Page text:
Apple I goes for twice the price of an Enigma
An Apple I sold yesterday for £133,250 while a three-rotor Enigma box went for £67,250.
Dell Duo to debut in December
There's no word on UK pricing yet, but Dell's Inspiron Duo - the PC giant's netbook-to-tablet convertible - will go on sale here on 2 December.
Sex abuse fax leak costs council £100k
A council that accidentally faxed details of a child sex abuse case to a member of the public was fined £100,000 by the Information Commissioner today, in the first use of his new powers to punish data breaches.
YES! It's the twists-in-midair FALLING GECKO ROBOT!
Grumbling taxpayers concerned that much so-called academic "research" actually consists of boffins basically mucking about at public expense can calm down. Today brings news of university researchers maintaining a laser-like focus and toiling hard on projects which deliver immediate and obvious betterment to a suffering humanity.
Location-based advertising grows up
AnalysisMobile advertising is huge, and only getting bigger; but can advertisers gather information without appearing creepy ... and should they bother when customers are so willing to share?
Kids want Santa to bring iPads not consoles
Reg readers may be grizzled old gits who have no truck with all that shiny fluff that Jobs bloke puts out, but younger generations are in love with the stuff.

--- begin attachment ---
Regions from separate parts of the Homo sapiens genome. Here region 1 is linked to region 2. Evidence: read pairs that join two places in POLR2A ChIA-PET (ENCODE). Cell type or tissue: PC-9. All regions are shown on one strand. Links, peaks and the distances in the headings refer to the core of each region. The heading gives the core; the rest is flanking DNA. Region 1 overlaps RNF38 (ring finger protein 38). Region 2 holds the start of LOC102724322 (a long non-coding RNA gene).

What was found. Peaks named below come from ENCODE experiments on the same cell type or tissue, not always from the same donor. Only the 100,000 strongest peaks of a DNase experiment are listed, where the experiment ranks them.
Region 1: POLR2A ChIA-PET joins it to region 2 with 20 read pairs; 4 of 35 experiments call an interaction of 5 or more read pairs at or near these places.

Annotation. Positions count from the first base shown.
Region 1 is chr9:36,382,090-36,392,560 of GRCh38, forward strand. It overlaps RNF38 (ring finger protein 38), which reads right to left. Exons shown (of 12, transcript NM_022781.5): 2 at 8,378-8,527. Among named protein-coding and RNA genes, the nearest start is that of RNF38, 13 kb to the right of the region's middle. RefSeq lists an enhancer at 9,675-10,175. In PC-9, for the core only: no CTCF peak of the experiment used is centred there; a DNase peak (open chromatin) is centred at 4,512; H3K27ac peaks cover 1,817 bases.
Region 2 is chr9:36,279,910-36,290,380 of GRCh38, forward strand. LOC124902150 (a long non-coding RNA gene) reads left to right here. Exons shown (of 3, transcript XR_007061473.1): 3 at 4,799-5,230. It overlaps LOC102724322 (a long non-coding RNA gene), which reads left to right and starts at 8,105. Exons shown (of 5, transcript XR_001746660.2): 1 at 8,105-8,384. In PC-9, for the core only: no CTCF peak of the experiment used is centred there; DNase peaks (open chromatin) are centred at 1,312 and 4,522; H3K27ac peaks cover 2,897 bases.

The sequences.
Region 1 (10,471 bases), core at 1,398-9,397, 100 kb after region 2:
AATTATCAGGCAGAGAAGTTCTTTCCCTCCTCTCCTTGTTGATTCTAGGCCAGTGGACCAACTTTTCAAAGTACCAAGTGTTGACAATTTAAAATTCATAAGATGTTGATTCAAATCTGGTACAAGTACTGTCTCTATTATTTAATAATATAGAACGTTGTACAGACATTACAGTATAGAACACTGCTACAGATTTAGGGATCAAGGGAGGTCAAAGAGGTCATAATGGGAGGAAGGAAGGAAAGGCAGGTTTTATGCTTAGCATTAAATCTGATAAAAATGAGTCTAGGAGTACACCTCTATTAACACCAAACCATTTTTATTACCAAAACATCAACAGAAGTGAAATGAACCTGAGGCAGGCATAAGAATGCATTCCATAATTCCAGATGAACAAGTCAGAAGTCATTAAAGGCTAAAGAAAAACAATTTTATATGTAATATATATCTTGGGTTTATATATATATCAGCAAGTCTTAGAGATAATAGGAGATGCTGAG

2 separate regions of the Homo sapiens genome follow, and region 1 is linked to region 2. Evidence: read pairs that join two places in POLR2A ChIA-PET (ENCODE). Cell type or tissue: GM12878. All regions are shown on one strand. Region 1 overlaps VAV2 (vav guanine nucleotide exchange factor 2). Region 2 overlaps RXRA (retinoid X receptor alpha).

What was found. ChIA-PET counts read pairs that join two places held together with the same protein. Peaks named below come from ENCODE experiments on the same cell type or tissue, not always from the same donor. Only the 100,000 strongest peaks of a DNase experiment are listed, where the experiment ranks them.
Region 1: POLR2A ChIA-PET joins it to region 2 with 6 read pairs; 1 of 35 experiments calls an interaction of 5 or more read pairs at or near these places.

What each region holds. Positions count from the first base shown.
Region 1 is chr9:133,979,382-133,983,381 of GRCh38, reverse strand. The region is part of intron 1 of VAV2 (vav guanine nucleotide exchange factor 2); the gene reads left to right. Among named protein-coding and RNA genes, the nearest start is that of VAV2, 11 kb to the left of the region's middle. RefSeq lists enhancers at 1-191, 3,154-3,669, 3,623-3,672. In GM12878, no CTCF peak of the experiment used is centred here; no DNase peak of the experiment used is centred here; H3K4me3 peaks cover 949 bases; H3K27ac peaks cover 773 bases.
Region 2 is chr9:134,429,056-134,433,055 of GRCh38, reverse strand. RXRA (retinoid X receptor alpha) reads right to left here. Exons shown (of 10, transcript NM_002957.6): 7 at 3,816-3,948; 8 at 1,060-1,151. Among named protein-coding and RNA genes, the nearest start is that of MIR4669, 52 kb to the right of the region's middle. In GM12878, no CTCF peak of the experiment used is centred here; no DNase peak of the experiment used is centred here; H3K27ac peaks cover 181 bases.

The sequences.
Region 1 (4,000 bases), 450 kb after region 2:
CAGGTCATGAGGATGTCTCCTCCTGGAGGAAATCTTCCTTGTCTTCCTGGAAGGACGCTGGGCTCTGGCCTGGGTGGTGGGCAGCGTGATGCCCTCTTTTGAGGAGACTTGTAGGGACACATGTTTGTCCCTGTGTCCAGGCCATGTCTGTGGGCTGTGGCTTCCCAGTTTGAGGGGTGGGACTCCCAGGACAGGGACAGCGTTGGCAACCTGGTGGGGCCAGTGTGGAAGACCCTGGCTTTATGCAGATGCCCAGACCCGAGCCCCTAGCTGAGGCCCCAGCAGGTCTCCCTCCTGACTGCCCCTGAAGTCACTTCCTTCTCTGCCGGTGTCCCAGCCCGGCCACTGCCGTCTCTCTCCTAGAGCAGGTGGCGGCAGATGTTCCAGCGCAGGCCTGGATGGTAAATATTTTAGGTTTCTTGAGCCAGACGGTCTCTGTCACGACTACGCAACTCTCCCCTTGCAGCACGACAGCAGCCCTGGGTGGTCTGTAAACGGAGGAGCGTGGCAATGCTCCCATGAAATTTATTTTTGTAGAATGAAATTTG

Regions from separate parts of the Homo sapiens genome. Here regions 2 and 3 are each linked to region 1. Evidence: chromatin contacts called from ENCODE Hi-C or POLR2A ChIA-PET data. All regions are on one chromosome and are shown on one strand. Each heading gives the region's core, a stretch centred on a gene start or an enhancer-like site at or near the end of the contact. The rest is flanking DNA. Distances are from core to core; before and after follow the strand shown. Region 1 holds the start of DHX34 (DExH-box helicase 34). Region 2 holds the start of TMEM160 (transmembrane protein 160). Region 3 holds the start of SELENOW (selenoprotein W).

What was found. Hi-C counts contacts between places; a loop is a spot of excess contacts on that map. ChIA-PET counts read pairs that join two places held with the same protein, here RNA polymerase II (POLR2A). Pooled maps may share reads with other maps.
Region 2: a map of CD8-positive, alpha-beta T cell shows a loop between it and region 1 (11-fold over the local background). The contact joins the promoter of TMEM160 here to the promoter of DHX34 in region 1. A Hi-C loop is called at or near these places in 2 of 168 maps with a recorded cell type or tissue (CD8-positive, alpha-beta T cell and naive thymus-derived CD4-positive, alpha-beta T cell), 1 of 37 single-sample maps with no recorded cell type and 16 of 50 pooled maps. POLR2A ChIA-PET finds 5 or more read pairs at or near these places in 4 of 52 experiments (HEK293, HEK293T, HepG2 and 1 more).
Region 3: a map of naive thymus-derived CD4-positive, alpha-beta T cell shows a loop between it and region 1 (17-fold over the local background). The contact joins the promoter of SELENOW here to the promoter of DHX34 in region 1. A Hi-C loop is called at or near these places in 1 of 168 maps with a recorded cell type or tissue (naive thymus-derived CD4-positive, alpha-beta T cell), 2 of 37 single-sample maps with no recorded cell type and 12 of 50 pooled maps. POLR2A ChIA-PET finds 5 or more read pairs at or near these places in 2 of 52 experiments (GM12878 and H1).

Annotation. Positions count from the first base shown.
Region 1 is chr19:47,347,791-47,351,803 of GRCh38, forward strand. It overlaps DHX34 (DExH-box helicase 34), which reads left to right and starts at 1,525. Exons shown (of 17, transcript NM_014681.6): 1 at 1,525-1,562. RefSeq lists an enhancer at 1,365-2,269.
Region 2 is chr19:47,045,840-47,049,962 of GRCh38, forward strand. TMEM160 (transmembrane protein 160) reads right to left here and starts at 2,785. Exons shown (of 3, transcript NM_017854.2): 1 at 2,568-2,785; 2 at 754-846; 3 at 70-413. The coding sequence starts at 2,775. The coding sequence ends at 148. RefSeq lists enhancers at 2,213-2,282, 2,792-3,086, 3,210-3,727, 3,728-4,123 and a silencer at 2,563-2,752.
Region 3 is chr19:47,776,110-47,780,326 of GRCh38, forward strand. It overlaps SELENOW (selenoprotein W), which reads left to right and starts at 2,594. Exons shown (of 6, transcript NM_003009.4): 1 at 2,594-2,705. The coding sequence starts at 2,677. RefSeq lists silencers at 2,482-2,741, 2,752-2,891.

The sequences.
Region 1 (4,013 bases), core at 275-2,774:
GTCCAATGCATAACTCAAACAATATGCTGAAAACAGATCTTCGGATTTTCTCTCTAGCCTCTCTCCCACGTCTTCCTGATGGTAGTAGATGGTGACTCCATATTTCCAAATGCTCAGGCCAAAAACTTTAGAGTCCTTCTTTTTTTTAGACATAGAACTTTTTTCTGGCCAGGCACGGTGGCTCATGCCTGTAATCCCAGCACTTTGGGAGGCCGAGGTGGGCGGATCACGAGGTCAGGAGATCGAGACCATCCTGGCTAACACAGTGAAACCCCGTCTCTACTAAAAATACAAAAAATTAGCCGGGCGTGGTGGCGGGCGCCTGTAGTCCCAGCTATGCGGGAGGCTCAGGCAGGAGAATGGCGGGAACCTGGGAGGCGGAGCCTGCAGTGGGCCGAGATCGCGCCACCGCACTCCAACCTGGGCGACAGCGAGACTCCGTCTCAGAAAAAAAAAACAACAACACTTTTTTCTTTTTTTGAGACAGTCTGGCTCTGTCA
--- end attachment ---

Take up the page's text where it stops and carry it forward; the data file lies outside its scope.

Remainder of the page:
Of Kuwait and DSLR cameras
The Kuwait Times, our source for the story first published as Kuwait bars DSLR cameras in public places, has retracted the claims on which the story was based. This means we were wrong too. We apologise.
Qualcomm Mirasol color e-ink set for CES demo
Qualcomm's colour e-ink display, Mirasol, will indeed be demo'd in public early next year at the Consumer Electronics Show (CES), one of the company's device partners has let slip.
Parent-thwarting bypass tool takes kids to internet badlands
Cybercrooks have developed a new ruse primarily designed to expose kids to malware and survey scams.
Where is Compellent's technology going?
Compellent's latest controllers are over-powered for their work and form the basis for a series of developments to help it to scale out its storage more and improve its efficiency.
Fugitive tech CEO settles backdating case with SEC for $53m
A former tech firm CEO has finally settled a stock backdating case with the Feds, almost five years after skipping the US and heading to the South West African bolthole of Namibia.
Sony qicks off Qriocity streaming service
God save us from the branding 'specialists' who came up with "Qriocity", the name Sony has selected for its movie streaming service, which is now live in the UK.
Toyota Auris hybrid e-car
ReviewIt's hard not to feel a little sorry for Toyota. Over the years the Prius – reviewed here – has not only been a healthy sales success, but the name has become synonymous with hybrid motoring technology.
Boris bikes for all from next week
Transport for London's Boris bikes will be available for tourists and other casual users from next week.
Pentagon braces for Wikileaks' diplomatic dump
The Pentagon expects Wikileaks to expose a huge cache of classified diplomatic communications by as soon as Friday, it has warned politicians.
Unarmed Royal Navy T45 destroyer breaks down mid-Atlantic